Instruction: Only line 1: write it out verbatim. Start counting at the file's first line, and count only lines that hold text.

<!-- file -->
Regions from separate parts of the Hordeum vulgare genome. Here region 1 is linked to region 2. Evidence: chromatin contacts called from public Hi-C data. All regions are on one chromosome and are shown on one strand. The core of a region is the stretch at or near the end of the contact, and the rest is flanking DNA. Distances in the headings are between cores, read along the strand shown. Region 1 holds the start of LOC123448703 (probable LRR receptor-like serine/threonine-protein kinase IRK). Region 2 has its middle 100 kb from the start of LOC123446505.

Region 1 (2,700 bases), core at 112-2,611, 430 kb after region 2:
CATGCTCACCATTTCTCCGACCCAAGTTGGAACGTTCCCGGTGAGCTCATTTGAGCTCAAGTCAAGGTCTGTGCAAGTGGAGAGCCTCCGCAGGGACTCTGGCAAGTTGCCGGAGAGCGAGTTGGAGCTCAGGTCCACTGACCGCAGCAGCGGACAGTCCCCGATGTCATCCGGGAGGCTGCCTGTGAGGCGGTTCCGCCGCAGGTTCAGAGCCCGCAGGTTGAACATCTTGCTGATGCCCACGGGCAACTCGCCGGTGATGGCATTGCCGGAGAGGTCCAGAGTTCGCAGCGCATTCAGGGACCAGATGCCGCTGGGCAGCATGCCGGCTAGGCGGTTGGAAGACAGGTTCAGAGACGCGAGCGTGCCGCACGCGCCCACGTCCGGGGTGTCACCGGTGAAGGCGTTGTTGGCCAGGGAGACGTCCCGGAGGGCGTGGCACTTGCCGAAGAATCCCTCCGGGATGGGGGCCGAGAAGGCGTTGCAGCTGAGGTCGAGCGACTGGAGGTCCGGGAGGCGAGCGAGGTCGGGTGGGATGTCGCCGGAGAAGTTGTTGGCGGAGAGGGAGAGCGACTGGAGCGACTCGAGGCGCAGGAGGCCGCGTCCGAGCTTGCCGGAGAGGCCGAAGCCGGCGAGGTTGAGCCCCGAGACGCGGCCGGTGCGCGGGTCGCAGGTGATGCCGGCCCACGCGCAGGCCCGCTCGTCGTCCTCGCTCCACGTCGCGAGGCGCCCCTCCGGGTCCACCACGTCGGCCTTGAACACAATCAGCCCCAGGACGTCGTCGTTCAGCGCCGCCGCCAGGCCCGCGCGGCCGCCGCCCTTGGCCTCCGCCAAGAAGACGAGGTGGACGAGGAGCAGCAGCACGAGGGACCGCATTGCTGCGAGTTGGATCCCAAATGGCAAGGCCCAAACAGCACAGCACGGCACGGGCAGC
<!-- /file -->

Regions from separate parts of the Hordeum vulgare genome. Here region 1 is linked to region 2. Evidence: chromatin contacts called from public Hi-C data. All regions are on one chromosome and are shown on one strand. The core of a region is the stretch at or near the end of the contact, and the rest is flanking DNA. Distances in the headings are between cores, read along the strand shown. Region 1 holds the start of LOC123448703 (probable LRR receptor-like serine/threonine-protein kinase IRK). Region 2 has its middle 100 kb from the start of LOC123446505.